Analog > Apollo wooden handgrip http://omeneo.com
    Digital > Primers - professional image transformation tools http://omeneo.com/primers

    imdb


    "Como delfines en el fondo del oceano
    volamos por el universo incentivados por la esperanza"

    "L'esperanza", Sven Väth
    "It's a poor sort of memory that only works backwards"
    Jung/ Carol
    Reply With Quote  
     

  8. #18  
    Member
    Join Date
    Aug 2017
    Location
    Sweden
    Posts
    91
    Who should be afraid?
    Reply With Quote  
     

  9. #19  
    Senior Member
    Join Date
    Dec 2010
    Location
    Toronto & Vancouver
    Posts
    3,769
    I'm really interested in and intrigued by the FX9's "nudge" focus. (E.g. if it's buzzed, it auto-corrects to tack.) That's almost more impressive to prioritized faces to me (which has been around since at least the a6300).

    I have a feeling a lot of people poo-pooing on continuous AF haven't actually used it thoroughly (for the most part it's been on consumer mirrorless, not digital cinema cameras). Now that it's making it's way to "real" cameras -- C500, FX9 (hesitant to put Komodo here, because Canon and Sony have been doing it for years and have a dozen cameras/iterations between them) -- I suspect quite a few people to be pleasantly surprised/eat crow.

    I'd also argue that features like this are what's worth upgrading for these days. After a point, resolution and DR spec increases don't add as much value (certainly don't make your job/post any easier or make your work much better). Whereas being able to quick release a 2lbs camera with AF onto a gimbal and have it maintain focus without having to waste time/energy/money setting up, troubleshooting, and powering additional focus/monitoring tools, actually enables production. Or at the very least, speeds it up.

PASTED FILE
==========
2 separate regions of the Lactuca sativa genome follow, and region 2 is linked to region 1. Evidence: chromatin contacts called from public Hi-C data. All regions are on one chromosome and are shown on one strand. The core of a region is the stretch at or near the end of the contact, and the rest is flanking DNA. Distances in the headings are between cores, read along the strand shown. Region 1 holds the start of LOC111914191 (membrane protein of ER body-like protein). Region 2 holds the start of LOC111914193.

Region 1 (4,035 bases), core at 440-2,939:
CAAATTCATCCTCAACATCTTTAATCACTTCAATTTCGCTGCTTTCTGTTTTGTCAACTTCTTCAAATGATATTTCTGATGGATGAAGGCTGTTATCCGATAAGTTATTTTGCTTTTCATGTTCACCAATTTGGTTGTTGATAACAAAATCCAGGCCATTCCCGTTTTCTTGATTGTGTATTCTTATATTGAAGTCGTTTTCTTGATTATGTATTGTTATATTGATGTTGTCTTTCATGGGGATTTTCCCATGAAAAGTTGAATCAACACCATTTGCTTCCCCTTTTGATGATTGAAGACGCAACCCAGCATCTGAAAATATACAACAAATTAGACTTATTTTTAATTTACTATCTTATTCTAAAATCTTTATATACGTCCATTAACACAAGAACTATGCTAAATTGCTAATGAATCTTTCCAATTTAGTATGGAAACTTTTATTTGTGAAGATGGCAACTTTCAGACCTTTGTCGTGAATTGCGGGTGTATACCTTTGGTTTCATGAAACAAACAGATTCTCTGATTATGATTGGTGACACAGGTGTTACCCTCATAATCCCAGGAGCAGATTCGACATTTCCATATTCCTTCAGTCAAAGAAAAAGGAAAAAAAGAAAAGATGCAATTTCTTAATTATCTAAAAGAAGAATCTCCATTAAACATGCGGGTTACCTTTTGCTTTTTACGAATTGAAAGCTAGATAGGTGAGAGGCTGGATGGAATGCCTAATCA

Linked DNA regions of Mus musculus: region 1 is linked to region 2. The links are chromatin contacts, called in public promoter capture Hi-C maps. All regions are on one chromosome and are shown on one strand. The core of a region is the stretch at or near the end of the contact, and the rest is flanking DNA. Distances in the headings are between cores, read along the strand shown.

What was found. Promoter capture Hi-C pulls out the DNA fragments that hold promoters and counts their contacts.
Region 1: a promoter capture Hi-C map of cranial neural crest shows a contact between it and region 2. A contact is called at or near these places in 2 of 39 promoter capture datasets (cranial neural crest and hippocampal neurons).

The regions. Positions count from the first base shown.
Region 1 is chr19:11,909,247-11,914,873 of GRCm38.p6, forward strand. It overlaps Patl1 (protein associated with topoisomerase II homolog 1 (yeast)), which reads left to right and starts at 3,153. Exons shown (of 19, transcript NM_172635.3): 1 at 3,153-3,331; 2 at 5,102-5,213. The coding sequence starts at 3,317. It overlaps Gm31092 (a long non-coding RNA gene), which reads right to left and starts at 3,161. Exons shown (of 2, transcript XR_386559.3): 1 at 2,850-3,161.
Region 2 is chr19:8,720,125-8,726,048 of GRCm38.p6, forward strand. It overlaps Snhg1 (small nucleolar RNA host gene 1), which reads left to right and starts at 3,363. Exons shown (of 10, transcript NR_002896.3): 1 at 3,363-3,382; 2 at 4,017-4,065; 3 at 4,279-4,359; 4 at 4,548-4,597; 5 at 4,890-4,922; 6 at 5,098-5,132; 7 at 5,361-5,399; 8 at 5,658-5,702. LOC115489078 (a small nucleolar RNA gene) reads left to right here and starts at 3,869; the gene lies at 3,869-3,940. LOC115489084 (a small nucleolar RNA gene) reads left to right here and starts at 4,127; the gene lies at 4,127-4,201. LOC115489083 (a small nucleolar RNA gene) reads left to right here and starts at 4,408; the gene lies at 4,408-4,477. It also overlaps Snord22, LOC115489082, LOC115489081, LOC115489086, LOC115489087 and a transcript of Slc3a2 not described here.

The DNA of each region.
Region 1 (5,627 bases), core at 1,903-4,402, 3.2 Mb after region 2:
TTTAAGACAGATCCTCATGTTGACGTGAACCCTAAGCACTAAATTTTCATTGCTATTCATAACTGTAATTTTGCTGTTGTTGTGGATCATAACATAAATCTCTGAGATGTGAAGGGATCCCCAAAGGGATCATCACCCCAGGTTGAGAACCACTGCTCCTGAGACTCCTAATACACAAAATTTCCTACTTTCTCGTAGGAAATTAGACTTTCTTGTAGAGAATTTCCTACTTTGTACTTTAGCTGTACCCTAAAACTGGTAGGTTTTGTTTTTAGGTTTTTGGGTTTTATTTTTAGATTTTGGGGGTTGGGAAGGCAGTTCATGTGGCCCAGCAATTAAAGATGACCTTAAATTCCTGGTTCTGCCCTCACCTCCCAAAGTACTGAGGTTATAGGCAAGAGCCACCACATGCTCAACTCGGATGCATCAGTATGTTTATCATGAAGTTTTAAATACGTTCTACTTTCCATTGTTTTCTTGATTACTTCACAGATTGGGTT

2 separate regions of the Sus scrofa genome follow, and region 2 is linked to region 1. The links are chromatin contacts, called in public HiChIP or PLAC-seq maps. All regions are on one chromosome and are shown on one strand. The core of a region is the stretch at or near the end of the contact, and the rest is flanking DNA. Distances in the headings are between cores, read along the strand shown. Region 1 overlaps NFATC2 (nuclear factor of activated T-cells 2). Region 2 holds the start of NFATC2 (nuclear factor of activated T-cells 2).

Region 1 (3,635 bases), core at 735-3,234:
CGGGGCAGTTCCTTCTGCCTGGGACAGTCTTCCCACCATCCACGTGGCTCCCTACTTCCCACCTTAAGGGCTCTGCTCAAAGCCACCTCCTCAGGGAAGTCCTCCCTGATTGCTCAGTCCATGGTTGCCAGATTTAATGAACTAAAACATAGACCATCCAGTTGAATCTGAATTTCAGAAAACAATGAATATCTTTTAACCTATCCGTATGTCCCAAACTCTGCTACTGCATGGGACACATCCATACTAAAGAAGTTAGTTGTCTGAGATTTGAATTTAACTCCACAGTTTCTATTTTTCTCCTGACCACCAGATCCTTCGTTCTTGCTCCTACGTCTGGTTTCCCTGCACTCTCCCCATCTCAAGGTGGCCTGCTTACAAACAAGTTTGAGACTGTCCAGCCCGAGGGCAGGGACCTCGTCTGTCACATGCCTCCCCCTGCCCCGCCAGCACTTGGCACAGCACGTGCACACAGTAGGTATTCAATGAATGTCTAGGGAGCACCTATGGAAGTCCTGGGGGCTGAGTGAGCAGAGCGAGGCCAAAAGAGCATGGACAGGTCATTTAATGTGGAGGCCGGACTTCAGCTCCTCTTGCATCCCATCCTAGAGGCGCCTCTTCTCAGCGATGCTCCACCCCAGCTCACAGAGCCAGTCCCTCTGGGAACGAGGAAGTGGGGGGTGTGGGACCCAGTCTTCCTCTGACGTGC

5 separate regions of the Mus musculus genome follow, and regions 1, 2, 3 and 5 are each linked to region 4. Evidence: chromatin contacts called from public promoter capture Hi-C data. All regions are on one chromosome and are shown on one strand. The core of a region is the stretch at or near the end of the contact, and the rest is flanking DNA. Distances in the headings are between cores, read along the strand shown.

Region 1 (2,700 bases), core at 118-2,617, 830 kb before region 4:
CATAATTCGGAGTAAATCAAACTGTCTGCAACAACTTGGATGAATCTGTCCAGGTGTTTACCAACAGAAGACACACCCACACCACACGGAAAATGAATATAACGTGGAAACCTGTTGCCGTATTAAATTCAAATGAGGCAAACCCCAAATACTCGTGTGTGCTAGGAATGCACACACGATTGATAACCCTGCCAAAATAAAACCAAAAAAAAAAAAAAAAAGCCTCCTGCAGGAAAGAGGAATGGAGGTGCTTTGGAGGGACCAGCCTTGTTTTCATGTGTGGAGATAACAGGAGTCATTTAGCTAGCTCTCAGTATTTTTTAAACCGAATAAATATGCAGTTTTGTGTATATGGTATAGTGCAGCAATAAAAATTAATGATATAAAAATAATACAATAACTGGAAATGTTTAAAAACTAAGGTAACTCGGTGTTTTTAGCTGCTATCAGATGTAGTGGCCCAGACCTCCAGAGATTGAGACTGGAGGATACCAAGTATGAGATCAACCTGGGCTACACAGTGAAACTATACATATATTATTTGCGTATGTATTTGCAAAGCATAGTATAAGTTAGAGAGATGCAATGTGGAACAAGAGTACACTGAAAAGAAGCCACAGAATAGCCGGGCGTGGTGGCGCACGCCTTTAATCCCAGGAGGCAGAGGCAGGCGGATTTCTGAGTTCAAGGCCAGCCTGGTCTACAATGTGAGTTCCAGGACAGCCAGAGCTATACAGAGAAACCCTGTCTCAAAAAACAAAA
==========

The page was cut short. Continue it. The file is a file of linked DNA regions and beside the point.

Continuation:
Just my 2 pennies.
    Last edited by Mike P.; 12-05-2019 at 10:51 AM.
    Reply With Quote  
     

  10. #20  
    Senior Member Bob Gundu's Avatar
    Join Date
    Mar 2011
    Location
    Toronto, ON Canada
    Posts
    9,904
    Embrace it. Fear not.
    ___________________________

    VFX, Cinematographer, Photographer
    10 frame handles
    Vimeo
    Instagram
    Reply With Quote  
     

Posting Permissions
  • You may not post new threads
  • You may not post replies
  • You may not post attachments
  • You may not edit your posts